In other recent submittals, Ashford Village, whose original preliminary subdivision approval dates back to 2002, will soon see the addition of approximately 350 feet of new public street and ten new lots. The entrance to Ashford Village is along Mills Road, opposite Mills Park. The entrance to Ashford Village is what prompted the city to make this new intersection a three-way stop controlled intersection.

Staff has also spoken with developers about two additional subdivisions in Independence that have yet to be submitted but are expected in the next couple of months.

Independence and Taylor Mill are not the only cities seeing new subdivision activity. Other previously approved subdivisions are moving forward in Covington and Erlanger, and most notably, Crestview Hills. Although a subdivision plan hasn’t been submitted yet formally, staff is aware of a new 43-lot subdivision that will include over 2,000 feet of new public street, all of which will be constructed to the new street standards.

Subdivision activity last year in Kenton County showed a marked increase over the last several years and the activity PDS is seeing early this year is a good indication that it’s likely to continue.


Strengthening economy, mild weather spur building permit workload

Posted on March 02, 2015
Most preseason forecasts for our winter weather seemed to include another polar vortex like what we endured last year. As of this week, however, we have had one very minor snow incident and this week’s measureable snowfall. Mild temperatures have been the norm in Kenton County. What does this mean to the construction industry? Full speed ahead.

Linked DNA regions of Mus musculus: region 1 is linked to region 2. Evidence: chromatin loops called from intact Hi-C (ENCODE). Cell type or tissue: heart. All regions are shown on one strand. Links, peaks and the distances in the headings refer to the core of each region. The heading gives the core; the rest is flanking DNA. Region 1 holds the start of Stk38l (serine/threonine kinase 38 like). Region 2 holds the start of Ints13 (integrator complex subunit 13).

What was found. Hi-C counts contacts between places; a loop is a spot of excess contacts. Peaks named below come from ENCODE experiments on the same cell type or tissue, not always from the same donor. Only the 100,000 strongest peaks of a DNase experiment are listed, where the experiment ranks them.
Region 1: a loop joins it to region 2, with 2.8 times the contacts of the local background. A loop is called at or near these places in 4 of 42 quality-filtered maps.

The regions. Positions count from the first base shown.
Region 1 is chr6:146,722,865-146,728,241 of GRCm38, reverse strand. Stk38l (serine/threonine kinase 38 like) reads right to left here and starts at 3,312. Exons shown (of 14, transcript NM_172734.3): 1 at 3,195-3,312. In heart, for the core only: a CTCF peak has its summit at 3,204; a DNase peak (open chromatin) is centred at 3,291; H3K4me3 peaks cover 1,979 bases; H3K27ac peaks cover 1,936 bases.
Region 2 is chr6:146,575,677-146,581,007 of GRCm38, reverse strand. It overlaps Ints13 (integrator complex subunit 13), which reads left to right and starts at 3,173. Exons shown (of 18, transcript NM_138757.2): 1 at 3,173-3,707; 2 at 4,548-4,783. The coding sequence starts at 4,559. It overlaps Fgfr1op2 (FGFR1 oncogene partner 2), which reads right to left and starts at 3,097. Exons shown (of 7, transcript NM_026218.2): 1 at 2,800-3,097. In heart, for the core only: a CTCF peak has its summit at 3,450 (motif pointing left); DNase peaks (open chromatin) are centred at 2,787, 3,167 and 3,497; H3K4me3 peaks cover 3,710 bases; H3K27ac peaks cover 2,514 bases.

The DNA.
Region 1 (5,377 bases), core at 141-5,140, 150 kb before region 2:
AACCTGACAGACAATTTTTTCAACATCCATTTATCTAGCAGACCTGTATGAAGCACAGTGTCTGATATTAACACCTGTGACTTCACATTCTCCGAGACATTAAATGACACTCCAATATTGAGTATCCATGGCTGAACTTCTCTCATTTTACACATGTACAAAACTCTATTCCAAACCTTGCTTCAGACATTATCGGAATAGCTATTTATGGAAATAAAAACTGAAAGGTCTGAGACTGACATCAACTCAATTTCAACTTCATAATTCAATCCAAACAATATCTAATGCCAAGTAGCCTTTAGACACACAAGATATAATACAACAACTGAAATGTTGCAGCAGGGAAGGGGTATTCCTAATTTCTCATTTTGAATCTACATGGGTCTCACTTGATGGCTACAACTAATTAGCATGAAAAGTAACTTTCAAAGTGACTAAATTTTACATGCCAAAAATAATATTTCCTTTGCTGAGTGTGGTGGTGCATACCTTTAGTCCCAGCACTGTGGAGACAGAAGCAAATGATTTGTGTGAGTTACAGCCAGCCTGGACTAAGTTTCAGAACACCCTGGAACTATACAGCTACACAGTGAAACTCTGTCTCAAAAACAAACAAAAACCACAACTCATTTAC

PDS’ building department has seen an increase of 188 permits, 118 plan reviews, and 235 inspections during the three recent months of November through January from the same period the year before.  

“Typically in the winter, we have a month or two where we can play catch up on old files right before the spring busy season hits but that hasn’t occurred this year,” said Brian Sims, CBO, PDS’ chief building official. “Hopefully, that is a sign of good things to come.”

Even with the increase in workload and the enforcement of new codes that went into effect last year, PDS is maintaining its commitment to a short turnaround times on plans as well as quick inspections out in the field.

Scheduling begins for final review and vote on new subdivision regulations

Posted on February 02, 2015
A document seven years in the making is about to be scheduled for public comment. The Subdivision Regulations Committee of the Kenton County Planning Commission will meet at 5:30 p.m. on February 3 to discuss the final draft document and vote on whether to send it forward to the full planning commission. Action to schedule it for public hearing could come as soon as the commission’s February 5 meeting.

The document may be found here. The meeting will take place in the Commission Chambers of the PDS Building in Fort Mitchell.

“It’s taken a while but in the end we’ve got a good product”, said Scott Hiles, CPC, PDS’ director of infrastructure engineering. “This is the first time the subdivision regulations have been updated comprehensively since they were adopted in the 1970s.”

PDS staff began rewriting the regulations in 2008 following a call by the Kenton County Mayors’ Group to update the document’s street construction standards. Mayors and public works officials claimed that subdivision streets were failing prematurely and cited the county’s subdivision regulations as the reason.